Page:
英 ['gɔːntlɪt] 美['gɔntlət]
  • n. 长手套;(古时士兵戴的)金属护手;夹道鞭笞的刑罚;交叉射击;严酷考验



复数: gauntlets;


gauntlet 金属手套,接受挑战,严酷考验

1.金属手套,词源同wind, 缠绕,编织,即织成的手套。在中世纪向别人发出挑战时则掷手套于地,如果对方捡起手套,则是接受挑战。

2.严酷考验,来自瑞典语gatlopp, 即gate leap. 原为军事术语,当某人犯错误的时候,要从人墙里穿过去,接受同伴的鞭笞,棍杖。


gauntlet: The gauntlet of ‘run the gauntlet’ has no etymological connection with gauntlet ‘glove’ [15]. The latter was borrowed from Old French gantelet, a diminutive form of gant ‘glove’. This was originally a Germanic loanword, with surviving relatives in Swedish and Danish vante ‘glove’. As for ‘running the gauntlet’, it was to begin with ‘running the gantlope’, in which gantlope signified ‘two lines of people armed with sticks, who attacked someone forced to run between them’.

This was borrowed in the 17th century from Swedish gatlopp, a descendant of Old Swedish gatulop ‘passageway’; this was a compound noun formed from gata ‘way’ (related to English gate, gait) and lop ‘course’ (related to English leap and lope). Under the influence of gauntlet ‘glove’, English changed gatlopp to gantlope, and thence to gantlet (now restricted in use to an ‘overlapping section of railway track’) and gauntlet (as in ‘run the gauntlet’).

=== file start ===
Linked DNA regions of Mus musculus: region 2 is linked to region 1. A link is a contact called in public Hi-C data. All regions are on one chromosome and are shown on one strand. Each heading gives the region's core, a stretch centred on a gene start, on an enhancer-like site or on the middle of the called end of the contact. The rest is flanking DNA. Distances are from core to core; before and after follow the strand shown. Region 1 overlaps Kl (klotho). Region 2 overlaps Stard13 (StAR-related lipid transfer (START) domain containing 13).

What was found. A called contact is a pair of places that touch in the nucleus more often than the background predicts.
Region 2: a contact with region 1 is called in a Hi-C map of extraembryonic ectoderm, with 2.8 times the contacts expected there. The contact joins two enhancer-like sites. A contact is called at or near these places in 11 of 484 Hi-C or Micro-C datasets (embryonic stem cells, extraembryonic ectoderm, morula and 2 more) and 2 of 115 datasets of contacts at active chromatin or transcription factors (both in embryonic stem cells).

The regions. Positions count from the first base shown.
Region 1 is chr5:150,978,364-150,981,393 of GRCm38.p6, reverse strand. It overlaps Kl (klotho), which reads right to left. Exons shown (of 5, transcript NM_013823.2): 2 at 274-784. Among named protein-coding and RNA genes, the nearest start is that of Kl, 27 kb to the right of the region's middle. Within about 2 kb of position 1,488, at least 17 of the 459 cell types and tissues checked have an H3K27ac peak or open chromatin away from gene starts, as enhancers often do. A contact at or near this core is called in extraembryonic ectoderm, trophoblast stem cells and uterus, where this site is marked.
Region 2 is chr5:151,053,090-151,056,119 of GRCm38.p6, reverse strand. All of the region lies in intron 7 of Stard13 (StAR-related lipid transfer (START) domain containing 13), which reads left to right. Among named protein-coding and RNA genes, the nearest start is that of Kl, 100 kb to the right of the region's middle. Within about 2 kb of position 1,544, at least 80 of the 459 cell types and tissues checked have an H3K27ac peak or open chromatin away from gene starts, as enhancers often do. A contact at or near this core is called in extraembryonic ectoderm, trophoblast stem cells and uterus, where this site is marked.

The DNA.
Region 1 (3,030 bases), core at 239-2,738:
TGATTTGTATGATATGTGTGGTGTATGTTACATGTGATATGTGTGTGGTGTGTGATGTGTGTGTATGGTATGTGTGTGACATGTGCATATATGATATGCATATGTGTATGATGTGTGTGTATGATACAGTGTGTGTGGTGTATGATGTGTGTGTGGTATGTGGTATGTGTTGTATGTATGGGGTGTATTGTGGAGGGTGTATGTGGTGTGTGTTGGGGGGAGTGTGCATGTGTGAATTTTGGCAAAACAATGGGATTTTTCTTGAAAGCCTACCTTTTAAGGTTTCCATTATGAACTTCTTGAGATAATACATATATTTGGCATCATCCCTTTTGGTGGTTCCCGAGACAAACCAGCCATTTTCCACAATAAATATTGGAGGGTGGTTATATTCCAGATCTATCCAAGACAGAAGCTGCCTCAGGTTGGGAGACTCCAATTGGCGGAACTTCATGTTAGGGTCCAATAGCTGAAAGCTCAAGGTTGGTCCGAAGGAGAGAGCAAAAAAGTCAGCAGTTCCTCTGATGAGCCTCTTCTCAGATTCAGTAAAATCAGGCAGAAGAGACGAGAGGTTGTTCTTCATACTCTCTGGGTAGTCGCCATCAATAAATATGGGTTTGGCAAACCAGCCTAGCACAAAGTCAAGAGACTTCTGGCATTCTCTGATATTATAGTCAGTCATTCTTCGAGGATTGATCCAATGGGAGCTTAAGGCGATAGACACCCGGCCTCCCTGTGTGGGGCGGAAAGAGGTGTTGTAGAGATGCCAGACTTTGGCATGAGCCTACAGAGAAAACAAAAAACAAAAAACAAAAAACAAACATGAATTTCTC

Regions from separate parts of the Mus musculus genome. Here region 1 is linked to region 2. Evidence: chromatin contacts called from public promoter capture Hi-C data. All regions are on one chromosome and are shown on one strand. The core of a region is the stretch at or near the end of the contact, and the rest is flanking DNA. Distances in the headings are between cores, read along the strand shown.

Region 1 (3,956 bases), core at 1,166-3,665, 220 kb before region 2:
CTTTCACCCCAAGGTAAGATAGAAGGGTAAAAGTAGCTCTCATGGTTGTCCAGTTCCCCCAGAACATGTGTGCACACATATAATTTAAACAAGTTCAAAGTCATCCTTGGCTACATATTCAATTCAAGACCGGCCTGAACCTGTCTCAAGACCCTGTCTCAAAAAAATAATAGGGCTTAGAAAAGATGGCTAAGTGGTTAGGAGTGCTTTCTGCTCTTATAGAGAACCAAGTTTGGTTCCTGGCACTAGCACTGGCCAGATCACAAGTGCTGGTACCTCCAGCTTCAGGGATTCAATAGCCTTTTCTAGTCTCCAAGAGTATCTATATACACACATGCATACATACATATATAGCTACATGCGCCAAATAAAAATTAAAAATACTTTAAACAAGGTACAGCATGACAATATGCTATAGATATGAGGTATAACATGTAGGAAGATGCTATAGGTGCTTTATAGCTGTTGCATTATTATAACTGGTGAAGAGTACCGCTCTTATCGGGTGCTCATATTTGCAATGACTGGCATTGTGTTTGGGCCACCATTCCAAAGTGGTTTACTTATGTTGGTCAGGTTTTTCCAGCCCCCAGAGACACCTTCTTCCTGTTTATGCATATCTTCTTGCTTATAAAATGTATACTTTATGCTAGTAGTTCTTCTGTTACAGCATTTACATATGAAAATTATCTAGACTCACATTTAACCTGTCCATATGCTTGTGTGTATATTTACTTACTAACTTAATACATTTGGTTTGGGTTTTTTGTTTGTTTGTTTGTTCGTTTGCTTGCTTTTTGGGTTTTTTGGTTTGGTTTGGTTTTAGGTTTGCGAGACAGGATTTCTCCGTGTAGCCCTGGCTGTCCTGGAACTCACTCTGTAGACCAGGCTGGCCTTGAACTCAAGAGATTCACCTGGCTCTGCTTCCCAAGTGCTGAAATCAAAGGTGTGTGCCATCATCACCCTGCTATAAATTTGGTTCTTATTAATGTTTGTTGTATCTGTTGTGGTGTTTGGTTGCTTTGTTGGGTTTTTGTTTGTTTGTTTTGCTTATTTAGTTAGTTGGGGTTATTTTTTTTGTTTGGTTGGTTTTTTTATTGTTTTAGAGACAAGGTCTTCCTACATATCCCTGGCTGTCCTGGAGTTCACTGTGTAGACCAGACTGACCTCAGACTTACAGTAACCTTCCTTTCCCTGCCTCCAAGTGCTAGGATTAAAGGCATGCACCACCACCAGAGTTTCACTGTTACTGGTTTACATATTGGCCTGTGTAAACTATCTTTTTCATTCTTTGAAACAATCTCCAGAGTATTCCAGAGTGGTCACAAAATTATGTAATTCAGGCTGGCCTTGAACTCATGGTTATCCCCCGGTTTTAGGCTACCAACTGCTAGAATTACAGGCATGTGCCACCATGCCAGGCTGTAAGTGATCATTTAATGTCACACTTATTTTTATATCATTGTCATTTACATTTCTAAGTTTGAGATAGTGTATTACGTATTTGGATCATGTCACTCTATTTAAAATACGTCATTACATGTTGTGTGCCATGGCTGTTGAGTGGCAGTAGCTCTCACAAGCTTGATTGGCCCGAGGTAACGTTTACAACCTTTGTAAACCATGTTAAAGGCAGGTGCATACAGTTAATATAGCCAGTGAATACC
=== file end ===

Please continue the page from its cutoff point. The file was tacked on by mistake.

=> gait, gate, leap, lope
gauntlet (n.1)
"glove," early 15c., gantelet, from Old French gantelet (13c.) "gauntlet worn by a knight in armor," also a token of one's personality or person, and in medieval custom symbolizing a challenge, as in tendre son gantelet "throw down the gauntlet" (a sense found in English by 1540s). The Old French word is a semi-diminutive or double-diminutive of gant "glove" (12c.), earlier wantos (7c.), from Frankish *wanth-, from Proto-Germanic *wantuz "glove" (cognates: Middle Dutch want "mitten," East Frisian want, wante, Old Norse vöttr "glove," Danish vante "mitten"), which apparently is related to Old High German wintan, Old English windan "turn around, wind" (see wind (v.)).
The name must orig. have applied to a strip of cloth wrapped about the hand to protect it from sword-blows, a frequent practice in the Icelandic sagas. [Buck]
Italian guanto, Spanish guante likewise are ultimately from Germanic. The spelling with -u- was established from 1500s.
gauntlet (n.2)
military punishment in which offender runs between rows of men who beat him in passing; see gantlet.


1. She picked up the gauntlet in her incisive Keynote Address to the Conference.


2. They have thrown down the gauntlet to the PM by demanding a referendum.


3. He was not one to retreat but rather one who would take up the gauntlet.


4. Luxury car firm Jaguar has thrown down the gauntlet to competitors by giving the best guarantee on the market.


5. The trucks tried to drive to the British base, running the gauntlet of marauding bands of gunmen.